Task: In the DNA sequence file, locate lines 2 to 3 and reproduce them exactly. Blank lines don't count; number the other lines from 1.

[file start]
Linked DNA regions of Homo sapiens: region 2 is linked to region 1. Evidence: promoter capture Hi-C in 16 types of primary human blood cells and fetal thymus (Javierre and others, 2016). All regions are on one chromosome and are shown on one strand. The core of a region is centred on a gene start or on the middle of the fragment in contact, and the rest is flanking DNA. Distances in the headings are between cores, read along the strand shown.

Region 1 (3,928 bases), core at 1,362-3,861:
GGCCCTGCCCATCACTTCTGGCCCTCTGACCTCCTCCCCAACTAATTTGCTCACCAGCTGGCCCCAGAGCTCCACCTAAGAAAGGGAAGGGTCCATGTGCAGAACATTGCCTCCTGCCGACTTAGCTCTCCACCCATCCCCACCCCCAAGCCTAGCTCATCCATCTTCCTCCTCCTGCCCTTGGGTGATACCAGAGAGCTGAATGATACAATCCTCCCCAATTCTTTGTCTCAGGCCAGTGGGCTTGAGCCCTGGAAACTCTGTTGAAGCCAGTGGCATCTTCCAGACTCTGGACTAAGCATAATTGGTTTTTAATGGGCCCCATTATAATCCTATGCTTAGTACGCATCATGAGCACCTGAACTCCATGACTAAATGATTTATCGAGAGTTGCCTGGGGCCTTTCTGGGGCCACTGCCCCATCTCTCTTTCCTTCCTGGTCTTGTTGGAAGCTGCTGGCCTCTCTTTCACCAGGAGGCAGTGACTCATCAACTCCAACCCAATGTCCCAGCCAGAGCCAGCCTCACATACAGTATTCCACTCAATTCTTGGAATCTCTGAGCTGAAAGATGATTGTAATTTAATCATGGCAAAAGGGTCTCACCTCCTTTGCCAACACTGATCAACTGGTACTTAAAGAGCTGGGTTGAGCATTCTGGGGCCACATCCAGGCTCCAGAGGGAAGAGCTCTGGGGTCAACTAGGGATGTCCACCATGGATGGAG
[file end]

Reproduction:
Region 1 (3,928 bases), core at 1,362-3,861:
GGCCCTGCCCATCACTTCTGGCCCTCTGACCTCCTCCCCAACTAATTTGCTCACCAGCTGGCCCCAGAGCTCCACCTAAGAAAGGGAAGGGTCCATGTGCAGAACATTGCCTCCTGCCGACTTAGCTCTCCACCCATCCCCACCCCCAAGCCTAGCTCATCCATCTTCCTCCTCCTGCCCTTGGGTGATACCAGAGAGCTGAATGATACAATCCTCCCCAATTCTTTGTCTCAGGCCAGTGGGCTTGAGCCCTGGAAACTCTGTTGAAGCCAGTGGCATCTTCCAGACTCTGGACTAAGCATAATTGGTTTTTAATGGGCCCCATTATAATCCTATGCTTAGTACGCATCATGAGCACCTGAACTCCATGACTAAATGATTTATCGAGAGTTGCCTGGGGCCTTTCTGGGGCCACTGCCCCATCTCTCTTTCCTTCCTGGTCTTGTTGGAAGCTGCTGGCCTCTCTTTCACCAGGAGGCAGTGACTCATCAACTCCAACCCAATGTCCCAGCCAGAGCCAGCCTCACATACAGTATTCCACTCAATTCTTGGAATCTCTGAGCTGAAAGATGATTGTAATTTAATCATGGCAAAAGGGTCTCACCTCCTTTGCCAACACTGATCAACTGGTACTTAAAGAGCTGGGTTGAGCATTCTGGGGCCACATCCAGGCTCCAGAGGGAAGAGCTCTGGGGTCAACTAGGGATGTCCACCATGGATGGAG